This Ca supply is sometimes tricky. My experience is that its not as effective if mixed with urea and sulphur although i didnt see any precipation. I was struggling then. Alil bit of ammomium seems to work better.

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  9. Aug 22, 2016 #29

    Stone

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    I've seen your other plants HP. This has nothing to do with nutrients.
     
  10. Aug 22, 2016 #30

    Happypaphy7

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    I don't think I've seen Ca deficiency in my plants. Even when I went one year without any fertilizing. Oncidium, Dendrobium, Phalaenopsis, Paphiopedilum, Cattleyas. All grew and flowered fine. Not a single spots other than certain Oncidiums, which I believe had nothing to do with nutritions. These are those that get ugly spotty leaves no matter what.
    I don't do these any more for that reason. Yuck! :p

    So I would think these plants either have lots of reserve in the older growths, and/or the deficiency has to be severe to show up.

    Then, the Ca deficiency symptoms themselves differ by crops, and sometimes even by varieties within the same plant.
    Orchids are less known for this.
    The only thing I've seen photos of are certain bifoliate Cattleya, and I wish I knew the name. Small circular necrotic spot(s) may develop near the tip of the newly emerging growth.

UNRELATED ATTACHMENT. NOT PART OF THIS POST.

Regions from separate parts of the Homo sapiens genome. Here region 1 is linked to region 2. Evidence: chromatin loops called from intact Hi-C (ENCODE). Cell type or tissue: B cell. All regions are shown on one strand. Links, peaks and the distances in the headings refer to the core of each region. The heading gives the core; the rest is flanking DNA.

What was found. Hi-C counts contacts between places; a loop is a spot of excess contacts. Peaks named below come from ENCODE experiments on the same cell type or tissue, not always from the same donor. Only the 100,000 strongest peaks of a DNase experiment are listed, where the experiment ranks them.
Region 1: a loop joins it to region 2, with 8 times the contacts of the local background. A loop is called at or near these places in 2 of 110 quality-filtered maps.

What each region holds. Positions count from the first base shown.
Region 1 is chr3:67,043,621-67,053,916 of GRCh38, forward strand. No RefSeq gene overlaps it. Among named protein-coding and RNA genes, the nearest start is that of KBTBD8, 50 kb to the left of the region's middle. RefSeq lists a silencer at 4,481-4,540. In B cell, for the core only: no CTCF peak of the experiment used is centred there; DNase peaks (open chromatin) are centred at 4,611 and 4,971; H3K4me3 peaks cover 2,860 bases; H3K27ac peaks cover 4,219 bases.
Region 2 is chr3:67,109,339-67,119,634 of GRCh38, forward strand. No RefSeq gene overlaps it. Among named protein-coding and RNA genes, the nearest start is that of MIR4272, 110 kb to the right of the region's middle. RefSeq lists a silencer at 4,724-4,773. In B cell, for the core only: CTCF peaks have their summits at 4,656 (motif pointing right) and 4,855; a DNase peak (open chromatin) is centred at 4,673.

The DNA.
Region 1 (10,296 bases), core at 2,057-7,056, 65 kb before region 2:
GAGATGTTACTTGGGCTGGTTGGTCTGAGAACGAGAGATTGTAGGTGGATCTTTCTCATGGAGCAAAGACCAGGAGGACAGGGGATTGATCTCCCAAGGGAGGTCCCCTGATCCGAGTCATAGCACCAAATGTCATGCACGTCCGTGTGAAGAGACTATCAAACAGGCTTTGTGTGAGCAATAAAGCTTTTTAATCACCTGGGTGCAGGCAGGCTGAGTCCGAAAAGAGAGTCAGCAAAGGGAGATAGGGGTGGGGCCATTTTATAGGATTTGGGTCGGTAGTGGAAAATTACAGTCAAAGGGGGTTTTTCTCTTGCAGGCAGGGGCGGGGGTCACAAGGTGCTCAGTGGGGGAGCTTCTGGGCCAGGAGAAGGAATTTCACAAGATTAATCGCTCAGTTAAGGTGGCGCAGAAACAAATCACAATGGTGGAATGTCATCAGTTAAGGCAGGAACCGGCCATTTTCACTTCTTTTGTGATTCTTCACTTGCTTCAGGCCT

So, telling apart from Ca deficiency and fungal spots might be a challenge, I would think. I mean, how do you know for sure?

    Now, it's turning into the dreaded nutrition talk here. hahaha
     
  11. Aug 22, 2016 #31

    Happypaphy7

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    That's what I'm thinking.
    I mean, I can't think of anything else for this particular phenomenon. :confused:
     
  12. Jan 18, 2017 #32

    Happypaphy7

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    Update

    I took this plant out of the light set up and put it on a window sill in about two weeks ago.
    It's amazing how fast the color returns normal.

    I guess it just didn't like the light from the tubes. lol

    Honestly, it looks ugly now. Either full green or yellow was prettier. haha

    I have one other Pink Sky in spike. If that one turns out nice, this one might have to go.

    [​IMG]
     
  13. Jan 18, 2017 #33

    troy

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    no hatred!!
    Don't throw it out, I'll take it!!
     
  14. Jan 19, 2017 #34

    NYEric

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    Hey now!? :p
     
  15. Jan 19, 2017 #35

    Happypaphy7

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    Sorry, Troy, but I'd rather dispose locally.

    I usually just throw them in the garbage or bring to the local meeting. or Eric. hahaha

    Eric-When the other Pink Sky comes into bloom, I'll decide and let you know if I'm going to toss this funky one.
     
  16. Jan 19, 2017 #36

    consettbay2003

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    What is the Kelvin rating of your tubes?
     
  17. Jan 20, 2017 #37

    Happypaphy7

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    Typical white light. 5000 or 6000K I think.

    Can you tell me how that is related to the plant?
    All I know is that is shows how close the artificial light resembles the natural light in human eyes.

    Note that I have many plants under the same light and nothing behaved like this one, although a few others did bleach in varying degree.
    Then the rest seem fine.